Facebook Takes On Cyberbullies As More Teens Leave Site

On Wednesday, Facebook released a digital resource center to expand its efforts against online harassment.
Facebook

Originally published on Thu November 7, 2013 5:18 pm

Facebook has rolled out a tool to address online harassment that some digital safety advocates are calling a beneficial, but belated, first step.

The social networking site with 1.2 billion users worldwide released a "bullying prevention hub" this week. It's essentially an online resource center with suggestions for teens, parents and educators on how to address bullying — both online and off — and take action on Facebook.

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Let's Talk Kids
1:00 pm
Thu November 7, 2013

Regrets for the Wrong Turns

"We've done it all wrong!" moaned the mother. "We've mishandled bedtime, and now we've taught our son the wrong way to go to sleep. Will he ever learn the right way now?"

How old is their son? Four whole weeks.

You don't get too far into the parenting game without questioning your choices. Second-guessing ourselves is a steady occupation for most parents.

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Shots - Health News
4:17 pm
Wed November 6, 2013

IVF Doesn't Raise Overall Risk For Childhood Cancers

Tina Nevill of Essex, England, holds Poppy, who was conceived by in vitro fertilization. The U.K.'s health system records all IVF cycles performed in the country.
Barcroft Media/Landov

Originally published on Thu November 7, 2013 8:51 pm

Children who were conceived with in vitro fertilization have the same overall chance of developing childhood cancers as those conceived naturally, scientists reported Wednesday.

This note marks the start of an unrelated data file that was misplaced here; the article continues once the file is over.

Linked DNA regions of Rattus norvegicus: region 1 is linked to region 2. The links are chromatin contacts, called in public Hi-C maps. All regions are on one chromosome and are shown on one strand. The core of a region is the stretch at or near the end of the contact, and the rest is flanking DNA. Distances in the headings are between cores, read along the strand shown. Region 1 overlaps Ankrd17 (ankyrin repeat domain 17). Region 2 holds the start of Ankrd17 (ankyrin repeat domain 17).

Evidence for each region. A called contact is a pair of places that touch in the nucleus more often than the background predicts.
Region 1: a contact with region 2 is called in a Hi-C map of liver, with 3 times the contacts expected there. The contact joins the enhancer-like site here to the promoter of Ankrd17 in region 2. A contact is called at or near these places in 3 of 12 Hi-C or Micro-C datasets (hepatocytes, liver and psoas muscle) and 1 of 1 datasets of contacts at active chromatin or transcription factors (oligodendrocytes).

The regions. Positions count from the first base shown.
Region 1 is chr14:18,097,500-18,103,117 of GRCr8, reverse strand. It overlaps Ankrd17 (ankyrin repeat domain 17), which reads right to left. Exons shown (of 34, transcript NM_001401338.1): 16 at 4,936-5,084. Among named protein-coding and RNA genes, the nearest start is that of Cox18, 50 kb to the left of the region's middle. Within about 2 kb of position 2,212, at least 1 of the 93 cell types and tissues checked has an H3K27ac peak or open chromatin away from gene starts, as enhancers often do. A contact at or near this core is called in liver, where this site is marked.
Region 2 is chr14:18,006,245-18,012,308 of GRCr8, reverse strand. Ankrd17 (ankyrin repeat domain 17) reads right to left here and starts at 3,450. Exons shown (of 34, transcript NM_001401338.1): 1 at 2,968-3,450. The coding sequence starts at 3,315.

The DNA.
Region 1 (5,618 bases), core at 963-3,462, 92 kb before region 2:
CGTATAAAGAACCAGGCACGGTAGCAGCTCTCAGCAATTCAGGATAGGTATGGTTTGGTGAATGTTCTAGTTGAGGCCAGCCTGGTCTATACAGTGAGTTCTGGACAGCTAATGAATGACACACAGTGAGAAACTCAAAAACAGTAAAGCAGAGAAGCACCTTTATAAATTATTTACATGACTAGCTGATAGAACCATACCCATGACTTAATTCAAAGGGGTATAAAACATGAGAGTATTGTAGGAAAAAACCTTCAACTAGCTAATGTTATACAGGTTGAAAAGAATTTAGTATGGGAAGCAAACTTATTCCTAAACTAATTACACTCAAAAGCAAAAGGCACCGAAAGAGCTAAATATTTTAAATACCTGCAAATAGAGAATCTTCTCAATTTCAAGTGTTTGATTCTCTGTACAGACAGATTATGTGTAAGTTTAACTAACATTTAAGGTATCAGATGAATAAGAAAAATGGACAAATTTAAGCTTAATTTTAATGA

"It's a reassuring finding," says pediatrician Alastair Sutcliffe of University College London, who led the study. "It's a bellwether to the future health of these kids as they grow up."

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Shots - Health News
12:46 pm
Wed November 6, 2013

Babies' Immune Systems May Stand Down To Let Good Microbes Grow

He's not just getting a cold. He's building his microbiome.
iStockphoto.com

Originally published on Wed November 6, 2013 2:27 pm

Here's possible solace for parents who are up at night with a baby who gets sick all the time: There appears to be a good reason why infant immune systems don't fight off germs.

A newborn's immune system is deliberately not doing battle with every germ that comes along so that "good" microbes have a chance to settle in, researchers say. That explanation is at odds with the widely held belief that those new immune systems are just too weak to do the job.

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Shots - Health News
11:31 am
Wed November 6, 2013

A New Look At An Old Epilepsy Drug Yields Treatment Clue

In epilepsy, the normal behavior of brain neurons is disturbed. The drug valproic acid appears to help the brain replenish a key chemical, preventing seizures.
David Mack/Science Source

Originally published on Wed November 6, 2013 3:38 pm

About one-third of people with epilepsy aren't helped by existing drugs.